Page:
For someone to improve, they must commit to the process. No great athlete or writer is successful without practice. So the first thing a novice speaker must do is to understand the nature of speaking, the components of a great speech (opening, content, closing, activities) and see speakers in action.

Once the process is understood, the novice speaker should join Toastmasters or another local speaking club. These organizations give direction, instruction and practice in the art of speaking. Watch videos of professional speakers (lists can be found through the local chapters of the National Speakers Association or on sites of national speaker bureaus), speak as often as possible in speaking groups and organizations, your workplace, church and civic events. Film yourself, record yourself. Listen to your voice and watch your body language. Have your audiences give you feedback about what engages them and what disengages them. Be open to their feedback as it is their perspective that drives your success. Mostly, the key to a successful speaker is to have fun. It is important to love your topic and to care about making a difference in your audience. Build this in and you will always connect with your audiences and become successful in speaking.

6. Anything else you'd like to add or think is important for us to know?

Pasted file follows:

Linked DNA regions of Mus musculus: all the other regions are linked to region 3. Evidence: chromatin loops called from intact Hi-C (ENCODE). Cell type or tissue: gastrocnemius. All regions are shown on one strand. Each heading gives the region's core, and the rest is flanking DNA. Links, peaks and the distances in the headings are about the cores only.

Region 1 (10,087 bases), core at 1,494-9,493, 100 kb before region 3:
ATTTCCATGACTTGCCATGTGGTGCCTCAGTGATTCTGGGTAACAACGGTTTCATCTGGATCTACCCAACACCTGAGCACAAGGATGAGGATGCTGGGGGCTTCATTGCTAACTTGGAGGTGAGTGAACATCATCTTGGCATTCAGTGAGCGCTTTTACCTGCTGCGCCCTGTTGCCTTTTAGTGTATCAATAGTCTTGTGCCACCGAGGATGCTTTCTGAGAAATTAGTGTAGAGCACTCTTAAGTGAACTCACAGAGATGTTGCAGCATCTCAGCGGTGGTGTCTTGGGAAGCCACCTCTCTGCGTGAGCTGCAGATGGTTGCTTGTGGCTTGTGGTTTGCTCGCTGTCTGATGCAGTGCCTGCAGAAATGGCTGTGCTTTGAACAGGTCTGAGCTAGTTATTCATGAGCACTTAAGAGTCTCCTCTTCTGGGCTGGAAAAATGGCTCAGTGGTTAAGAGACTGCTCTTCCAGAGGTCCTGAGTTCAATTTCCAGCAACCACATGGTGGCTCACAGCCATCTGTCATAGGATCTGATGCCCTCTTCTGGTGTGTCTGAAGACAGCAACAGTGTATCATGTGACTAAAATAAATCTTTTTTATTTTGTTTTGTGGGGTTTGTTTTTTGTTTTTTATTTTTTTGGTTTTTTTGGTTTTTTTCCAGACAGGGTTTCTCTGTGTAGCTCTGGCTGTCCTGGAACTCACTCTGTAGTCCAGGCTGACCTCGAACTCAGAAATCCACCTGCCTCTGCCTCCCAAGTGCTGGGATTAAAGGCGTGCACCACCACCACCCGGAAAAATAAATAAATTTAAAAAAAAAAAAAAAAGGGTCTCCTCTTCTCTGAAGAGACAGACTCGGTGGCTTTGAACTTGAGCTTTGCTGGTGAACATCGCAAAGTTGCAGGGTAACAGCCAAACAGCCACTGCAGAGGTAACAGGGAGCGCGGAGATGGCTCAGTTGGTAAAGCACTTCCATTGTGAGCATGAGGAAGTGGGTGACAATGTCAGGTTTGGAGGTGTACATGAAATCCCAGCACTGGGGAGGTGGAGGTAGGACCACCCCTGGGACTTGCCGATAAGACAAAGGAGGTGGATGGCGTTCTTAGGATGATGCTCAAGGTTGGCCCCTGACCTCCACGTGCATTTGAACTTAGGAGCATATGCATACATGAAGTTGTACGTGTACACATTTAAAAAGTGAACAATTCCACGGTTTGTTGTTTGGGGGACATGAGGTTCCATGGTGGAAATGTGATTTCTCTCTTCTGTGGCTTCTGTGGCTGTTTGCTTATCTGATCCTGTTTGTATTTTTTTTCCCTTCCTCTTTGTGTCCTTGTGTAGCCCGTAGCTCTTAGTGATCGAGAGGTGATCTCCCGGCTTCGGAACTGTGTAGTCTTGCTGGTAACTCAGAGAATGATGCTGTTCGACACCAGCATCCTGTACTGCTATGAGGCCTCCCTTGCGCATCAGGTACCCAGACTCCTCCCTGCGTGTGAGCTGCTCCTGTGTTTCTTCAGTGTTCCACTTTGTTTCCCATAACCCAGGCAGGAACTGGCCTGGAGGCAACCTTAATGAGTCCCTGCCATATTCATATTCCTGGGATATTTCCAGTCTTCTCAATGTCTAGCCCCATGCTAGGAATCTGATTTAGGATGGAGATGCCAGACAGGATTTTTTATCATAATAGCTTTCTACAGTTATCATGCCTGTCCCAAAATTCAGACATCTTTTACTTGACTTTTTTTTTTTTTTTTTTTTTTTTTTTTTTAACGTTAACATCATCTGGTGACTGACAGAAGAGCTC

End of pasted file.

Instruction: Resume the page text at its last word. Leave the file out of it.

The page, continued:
Speakers really need to be educators – they are trying to influence or change the audience’s behavior. That means that each speaking venue is really a learning environment. Presenting to adult audiences will require an understanding of how adults learn:

  1. Adults need to understand why – a speaker must always show the benefit of his material to the audience.
  2. They need to try things in order to learn or change behavior – adults remember 10% of what they hear, 60% of what they see and 90% of what they do.
  3. They need to relate what they hear to their experiences – adults assess all they hear against what they know. To provide something new, it must be delivered in terms of what they already know.
  4. They need time to think – always provide time for an adult audience to write notes, create an action or think about what they heard before you finish.

The more the speaking environment emulates a learning environment, the greater the audience connection to the speaker will be and the greater the likelihood that the content of the speech will be understood and implemented.

I'd like to thank Jay for his contribution to this site and to our mutual and continuing improvement. Happy speaking!


To quote one apt description description: "Jay Forte is a public speaker, focusing on helping managers become exceptional at what they do, including how to find the perfect employee for the job, and on the flip side, how to match employee talents to their positions. He has traveled around the country to speak and has written articles based on his observations. Each session he teaches is driven by his passion for achieving success through extraordinary means."

You can find out more about Jay and his programs by visiting Humanetrics LLC.